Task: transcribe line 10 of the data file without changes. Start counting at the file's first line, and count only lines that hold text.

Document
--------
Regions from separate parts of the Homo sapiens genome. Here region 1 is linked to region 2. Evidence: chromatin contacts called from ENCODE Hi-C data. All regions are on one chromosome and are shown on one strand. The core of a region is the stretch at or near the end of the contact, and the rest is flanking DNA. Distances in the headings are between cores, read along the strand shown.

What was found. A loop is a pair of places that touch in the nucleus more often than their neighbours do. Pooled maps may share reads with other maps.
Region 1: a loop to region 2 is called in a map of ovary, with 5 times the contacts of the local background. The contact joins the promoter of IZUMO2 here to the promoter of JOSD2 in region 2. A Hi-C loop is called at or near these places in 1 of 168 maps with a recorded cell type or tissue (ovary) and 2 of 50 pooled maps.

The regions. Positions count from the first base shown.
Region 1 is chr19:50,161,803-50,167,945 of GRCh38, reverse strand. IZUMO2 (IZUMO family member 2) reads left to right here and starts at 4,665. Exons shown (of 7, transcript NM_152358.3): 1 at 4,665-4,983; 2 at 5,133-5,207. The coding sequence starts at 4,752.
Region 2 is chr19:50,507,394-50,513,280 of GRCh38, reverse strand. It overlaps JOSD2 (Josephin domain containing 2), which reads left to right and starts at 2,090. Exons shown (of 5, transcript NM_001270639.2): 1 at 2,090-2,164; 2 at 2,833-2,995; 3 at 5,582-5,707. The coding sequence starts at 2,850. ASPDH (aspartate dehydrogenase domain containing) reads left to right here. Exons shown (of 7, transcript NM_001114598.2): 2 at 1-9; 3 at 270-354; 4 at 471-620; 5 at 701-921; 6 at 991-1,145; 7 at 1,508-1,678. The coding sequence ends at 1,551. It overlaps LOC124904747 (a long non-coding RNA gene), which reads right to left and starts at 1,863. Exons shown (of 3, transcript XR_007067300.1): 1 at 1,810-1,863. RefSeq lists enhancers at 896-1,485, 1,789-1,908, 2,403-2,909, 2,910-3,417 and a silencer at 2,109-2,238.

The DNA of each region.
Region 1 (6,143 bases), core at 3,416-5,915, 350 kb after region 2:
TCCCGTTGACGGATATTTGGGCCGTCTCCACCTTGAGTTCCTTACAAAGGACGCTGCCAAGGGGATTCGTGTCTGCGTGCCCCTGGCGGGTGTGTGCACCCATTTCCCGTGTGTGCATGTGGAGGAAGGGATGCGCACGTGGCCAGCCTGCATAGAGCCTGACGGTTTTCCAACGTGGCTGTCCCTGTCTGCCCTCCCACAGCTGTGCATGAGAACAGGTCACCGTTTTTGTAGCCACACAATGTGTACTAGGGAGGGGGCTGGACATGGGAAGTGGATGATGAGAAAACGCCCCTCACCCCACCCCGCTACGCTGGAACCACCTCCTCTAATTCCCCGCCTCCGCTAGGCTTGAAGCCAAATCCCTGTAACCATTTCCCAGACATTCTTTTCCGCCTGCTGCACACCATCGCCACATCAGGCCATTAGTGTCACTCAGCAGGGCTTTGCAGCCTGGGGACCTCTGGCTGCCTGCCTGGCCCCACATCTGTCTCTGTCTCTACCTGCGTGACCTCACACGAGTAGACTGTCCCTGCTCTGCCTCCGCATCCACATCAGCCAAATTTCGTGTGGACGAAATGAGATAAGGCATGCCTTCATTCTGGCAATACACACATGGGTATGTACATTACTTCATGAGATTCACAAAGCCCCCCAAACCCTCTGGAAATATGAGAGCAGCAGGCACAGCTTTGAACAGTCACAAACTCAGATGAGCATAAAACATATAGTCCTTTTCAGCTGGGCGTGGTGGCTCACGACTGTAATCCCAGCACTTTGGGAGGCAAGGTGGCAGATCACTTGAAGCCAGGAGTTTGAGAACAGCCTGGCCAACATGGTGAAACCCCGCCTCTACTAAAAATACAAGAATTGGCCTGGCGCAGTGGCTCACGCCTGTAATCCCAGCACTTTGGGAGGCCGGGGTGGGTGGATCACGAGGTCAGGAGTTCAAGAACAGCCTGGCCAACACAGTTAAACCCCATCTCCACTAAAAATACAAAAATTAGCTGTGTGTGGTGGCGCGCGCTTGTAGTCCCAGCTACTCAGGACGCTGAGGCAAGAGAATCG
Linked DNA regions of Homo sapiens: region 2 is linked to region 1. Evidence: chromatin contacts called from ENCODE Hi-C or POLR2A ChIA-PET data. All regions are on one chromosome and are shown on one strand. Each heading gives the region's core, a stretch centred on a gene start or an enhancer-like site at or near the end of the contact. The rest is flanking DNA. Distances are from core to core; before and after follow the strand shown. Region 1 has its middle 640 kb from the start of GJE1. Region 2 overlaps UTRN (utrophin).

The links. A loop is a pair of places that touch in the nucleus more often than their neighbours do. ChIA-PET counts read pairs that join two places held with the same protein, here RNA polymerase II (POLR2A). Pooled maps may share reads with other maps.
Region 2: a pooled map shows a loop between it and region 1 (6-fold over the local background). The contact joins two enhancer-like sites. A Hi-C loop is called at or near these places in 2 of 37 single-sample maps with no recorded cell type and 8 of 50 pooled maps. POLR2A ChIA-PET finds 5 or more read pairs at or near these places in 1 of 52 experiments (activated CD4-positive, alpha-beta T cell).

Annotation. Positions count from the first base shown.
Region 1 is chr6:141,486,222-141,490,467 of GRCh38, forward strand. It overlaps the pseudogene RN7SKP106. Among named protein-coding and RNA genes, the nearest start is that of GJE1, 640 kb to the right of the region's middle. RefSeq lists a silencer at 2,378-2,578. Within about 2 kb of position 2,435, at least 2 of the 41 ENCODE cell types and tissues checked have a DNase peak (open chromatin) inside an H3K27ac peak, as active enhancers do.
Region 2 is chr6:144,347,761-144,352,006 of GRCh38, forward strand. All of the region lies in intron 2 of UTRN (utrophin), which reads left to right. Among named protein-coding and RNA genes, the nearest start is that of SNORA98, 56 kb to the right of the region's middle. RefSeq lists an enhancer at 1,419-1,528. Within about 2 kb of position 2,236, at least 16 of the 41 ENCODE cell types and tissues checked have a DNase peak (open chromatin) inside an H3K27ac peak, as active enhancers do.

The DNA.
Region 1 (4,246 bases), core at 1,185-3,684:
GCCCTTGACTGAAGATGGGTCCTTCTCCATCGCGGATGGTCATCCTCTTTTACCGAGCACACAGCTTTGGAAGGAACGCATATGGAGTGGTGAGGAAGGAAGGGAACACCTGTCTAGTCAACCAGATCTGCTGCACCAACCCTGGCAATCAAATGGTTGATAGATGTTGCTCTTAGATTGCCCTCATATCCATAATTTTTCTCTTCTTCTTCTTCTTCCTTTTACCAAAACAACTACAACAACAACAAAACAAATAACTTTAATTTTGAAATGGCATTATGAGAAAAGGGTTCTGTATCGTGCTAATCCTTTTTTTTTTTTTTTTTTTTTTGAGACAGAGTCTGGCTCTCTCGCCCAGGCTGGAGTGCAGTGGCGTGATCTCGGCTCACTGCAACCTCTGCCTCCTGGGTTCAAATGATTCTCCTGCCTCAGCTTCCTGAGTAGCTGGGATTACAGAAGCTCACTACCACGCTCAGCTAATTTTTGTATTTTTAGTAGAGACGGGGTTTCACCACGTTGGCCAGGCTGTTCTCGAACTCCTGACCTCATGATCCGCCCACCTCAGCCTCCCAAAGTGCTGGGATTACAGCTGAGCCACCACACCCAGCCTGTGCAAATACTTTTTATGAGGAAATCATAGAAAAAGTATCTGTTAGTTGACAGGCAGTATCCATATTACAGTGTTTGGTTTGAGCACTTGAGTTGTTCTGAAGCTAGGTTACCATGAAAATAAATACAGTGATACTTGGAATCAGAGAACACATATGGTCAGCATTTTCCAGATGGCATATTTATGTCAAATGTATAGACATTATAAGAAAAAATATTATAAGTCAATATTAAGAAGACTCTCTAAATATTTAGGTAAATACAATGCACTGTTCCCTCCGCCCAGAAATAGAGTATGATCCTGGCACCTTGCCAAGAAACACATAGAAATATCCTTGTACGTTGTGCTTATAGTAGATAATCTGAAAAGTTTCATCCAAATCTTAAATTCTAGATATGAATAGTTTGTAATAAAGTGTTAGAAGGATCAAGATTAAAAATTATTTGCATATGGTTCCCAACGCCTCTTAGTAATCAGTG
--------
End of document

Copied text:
Linked DNA regions of Homo sapiens: region 2 is linked to region 1. Evidence: chromatin contacts called from ENCODE Hi-C or POLR2A ChIA-PET data. All regions are on one chromosome and are shown on one strand. Each heading gives the region's core, a stretch centred on a gene start or an enhancer-like site at or near the end of the contact. The rest is flanking DNA. Distances are from core to core; before and after follow the strand shown. Region 1 has its middle 640 kb from the start of GJE1. Region 2 overlaps UTRN (utrophin).